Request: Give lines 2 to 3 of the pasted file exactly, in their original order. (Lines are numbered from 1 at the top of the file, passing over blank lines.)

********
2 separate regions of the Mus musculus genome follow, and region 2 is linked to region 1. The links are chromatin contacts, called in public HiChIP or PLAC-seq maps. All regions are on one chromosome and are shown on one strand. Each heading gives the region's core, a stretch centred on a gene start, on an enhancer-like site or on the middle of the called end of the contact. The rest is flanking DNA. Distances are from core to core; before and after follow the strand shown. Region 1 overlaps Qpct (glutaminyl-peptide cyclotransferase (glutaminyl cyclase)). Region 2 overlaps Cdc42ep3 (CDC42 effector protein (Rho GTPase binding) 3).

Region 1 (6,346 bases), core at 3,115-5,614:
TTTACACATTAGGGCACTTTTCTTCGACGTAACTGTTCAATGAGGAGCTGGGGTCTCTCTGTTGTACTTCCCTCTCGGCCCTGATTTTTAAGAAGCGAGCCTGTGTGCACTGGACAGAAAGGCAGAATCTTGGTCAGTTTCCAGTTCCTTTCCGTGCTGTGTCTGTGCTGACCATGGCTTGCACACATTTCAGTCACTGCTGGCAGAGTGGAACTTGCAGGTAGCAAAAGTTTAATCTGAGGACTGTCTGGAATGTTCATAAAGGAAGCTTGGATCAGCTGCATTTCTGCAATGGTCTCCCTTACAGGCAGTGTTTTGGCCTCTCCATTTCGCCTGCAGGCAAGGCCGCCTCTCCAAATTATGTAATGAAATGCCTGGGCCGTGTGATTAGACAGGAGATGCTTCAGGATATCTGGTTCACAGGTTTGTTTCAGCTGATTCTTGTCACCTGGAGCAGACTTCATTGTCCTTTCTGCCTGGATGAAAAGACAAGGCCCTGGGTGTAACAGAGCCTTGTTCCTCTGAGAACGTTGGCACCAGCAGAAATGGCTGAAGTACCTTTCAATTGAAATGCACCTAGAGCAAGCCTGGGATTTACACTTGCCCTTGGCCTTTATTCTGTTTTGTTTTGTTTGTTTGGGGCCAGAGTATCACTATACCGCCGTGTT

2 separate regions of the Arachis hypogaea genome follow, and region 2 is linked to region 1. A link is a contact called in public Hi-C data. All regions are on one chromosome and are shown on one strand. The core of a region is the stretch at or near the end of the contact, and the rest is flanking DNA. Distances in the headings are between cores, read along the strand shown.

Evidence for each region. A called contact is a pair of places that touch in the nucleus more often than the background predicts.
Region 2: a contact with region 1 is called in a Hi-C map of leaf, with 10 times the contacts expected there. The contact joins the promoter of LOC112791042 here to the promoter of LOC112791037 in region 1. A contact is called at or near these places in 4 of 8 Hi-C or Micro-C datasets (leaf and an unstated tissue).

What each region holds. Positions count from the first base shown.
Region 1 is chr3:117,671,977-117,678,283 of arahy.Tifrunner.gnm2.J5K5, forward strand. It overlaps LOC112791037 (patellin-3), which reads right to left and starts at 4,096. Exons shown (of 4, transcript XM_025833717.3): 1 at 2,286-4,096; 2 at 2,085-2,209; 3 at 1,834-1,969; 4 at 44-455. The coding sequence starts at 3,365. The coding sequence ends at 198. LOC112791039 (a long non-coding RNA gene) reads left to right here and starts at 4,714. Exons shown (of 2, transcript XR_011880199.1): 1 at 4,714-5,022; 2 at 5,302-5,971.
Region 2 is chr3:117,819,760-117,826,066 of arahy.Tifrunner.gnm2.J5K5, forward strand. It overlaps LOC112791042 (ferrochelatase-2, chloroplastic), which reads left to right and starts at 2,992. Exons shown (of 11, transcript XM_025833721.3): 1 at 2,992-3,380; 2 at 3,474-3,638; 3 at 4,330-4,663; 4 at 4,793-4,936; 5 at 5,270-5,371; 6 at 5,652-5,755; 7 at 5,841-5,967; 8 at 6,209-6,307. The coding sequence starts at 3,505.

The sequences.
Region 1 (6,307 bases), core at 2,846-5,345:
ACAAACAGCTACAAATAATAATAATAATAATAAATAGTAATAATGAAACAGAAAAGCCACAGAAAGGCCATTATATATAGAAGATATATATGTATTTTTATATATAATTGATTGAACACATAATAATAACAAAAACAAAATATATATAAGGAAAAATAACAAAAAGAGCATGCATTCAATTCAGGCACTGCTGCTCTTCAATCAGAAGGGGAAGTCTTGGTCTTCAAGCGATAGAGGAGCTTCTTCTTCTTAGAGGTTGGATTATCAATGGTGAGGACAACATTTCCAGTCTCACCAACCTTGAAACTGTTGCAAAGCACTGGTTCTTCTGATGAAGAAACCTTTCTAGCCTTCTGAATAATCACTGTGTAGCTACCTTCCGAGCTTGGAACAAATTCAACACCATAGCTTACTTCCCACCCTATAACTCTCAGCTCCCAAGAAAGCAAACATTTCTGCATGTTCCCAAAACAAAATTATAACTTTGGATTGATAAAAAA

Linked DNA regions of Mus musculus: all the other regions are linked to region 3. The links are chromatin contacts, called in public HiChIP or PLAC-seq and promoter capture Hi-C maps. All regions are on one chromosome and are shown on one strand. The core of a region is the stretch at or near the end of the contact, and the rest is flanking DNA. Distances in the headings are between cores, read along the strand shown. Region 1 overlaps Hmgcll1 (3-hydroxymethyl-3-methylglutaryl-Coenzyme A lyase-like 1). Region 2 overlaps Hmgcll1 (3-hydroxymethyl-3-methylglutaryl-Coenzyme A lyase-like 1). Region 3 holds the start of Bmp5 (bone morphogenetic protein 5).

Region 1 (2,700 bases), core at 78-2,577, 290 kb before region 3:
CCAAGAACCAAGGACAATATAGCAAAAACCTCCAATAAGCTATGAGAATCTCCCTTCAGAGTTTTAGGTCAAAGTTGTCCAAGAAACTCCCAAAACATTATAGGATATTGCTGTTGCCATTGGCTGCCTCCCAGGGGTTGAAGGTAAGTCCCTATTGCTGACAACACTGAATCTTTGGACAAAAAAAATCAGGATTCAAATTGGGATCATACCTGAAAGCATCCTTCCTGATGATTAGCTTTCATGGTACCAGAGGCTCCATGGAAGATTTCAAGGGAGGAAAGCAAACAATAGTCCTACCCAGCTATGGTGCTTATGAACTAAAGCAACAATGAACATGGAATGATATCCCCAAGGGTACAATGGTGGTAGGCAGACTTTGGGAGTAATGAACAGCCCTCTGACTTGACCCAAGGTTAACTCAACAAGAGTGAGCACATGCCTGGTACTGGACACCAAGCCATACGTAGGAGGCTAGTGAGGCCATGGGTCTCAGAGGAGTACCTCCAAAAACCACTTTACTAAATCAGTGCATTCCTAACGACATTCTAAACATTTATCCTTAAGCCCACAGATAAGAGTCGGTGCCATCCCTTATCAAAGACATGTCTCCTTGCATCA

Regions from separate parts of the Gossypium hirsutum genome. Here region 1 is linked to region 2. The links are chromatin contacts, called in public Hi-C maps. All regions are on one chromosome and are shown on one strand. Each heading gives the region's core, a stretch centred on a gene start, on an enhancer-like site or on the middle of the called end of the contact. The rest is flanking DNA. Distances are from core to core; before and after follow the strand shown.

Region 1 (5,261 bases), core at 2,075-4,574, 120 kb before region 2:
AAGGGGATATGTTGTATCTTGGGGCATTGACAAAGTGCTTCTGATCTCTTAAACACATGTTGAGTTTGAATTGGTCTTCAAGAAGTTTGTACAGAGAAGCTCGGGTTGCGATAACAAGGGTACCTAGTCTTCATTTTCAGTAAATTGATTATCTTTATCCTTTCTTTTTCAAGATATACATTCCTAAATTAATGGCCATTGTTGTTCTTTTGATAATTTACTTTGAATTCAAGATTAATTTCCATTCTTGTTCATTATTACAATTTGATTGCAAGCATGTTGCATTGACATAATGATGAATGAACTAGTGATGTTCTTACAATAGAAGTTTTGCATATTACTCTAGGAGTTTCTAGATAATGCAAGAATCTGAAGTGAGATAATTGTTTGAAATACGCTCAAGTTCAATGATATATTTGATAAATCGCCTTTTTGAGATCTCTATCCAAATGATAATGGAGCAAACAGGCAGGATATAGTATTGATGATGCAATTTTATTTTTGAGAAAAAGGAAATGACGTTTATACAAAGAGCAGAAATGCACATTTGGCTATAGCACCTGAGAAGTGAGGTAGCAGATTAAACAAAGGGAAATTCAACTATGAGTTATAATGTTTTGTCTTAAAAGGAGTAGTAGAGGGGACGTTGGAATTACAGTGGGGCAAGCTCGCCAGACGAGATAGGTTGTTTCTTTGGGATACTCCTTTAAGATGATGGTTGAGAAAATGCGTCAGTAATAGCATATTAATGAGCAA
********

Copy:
Region 1 (6,346 bases), core at 3,115-5,614:
TTTACACATTAGGGCACTTTTCTTCGACGTAACTGTTCAATGAGGAGCTGGGGTCTCTCTGTTGTACTTCCCTCTCGGCCCTGATTTTTAAGAAGCGAGCCTGTGTGCACTGGACAGAAAGGCAGAATCTTGGTCAGTTTCCAGTTCCTTTCCGTGCTGTGTCTGTGCTGACCATGGCTTGCACACATTTCAGTCACTGCTGGCAGAGTGGAACTTGCAGGTAGCAAAAGTTTAATCTGAGGACTGTCTGGAATGTTCATAAAGGAAGCTTGGATCAGCTGCATTTCTGCAATGGTCTCCCTTACAGGCAGTGTTTTGGCCTCTCCATTTCGCCTGCAGGCAAGGCCGCCTCTCCAAATTATGTAATGAAATGCCTGGGCCGTGTGATTAGACAGGAGATGCTTCAGGATATCTGGTTCACAGGTTTGTTTCAGCTGATTCTTGTCACCTGGAGCAGACTTCATTGTCCTTTCTGCCTGGATGAAAAGACAAGGCCCTGGGTGTAACAGAGCCTTGTTCCTCTGAGAACGTTGGCACCAGCAGAAATGGCTGAAGTACCTTTCAATTGAAATGCACCTAGAGCAAGCCTGGGATTTACACTTGCCCTTGGCCTTTATTCTGTTTTGTTTTGTTTGTTTGGGGCCAGAGTATCACTATACCGCCGTGTT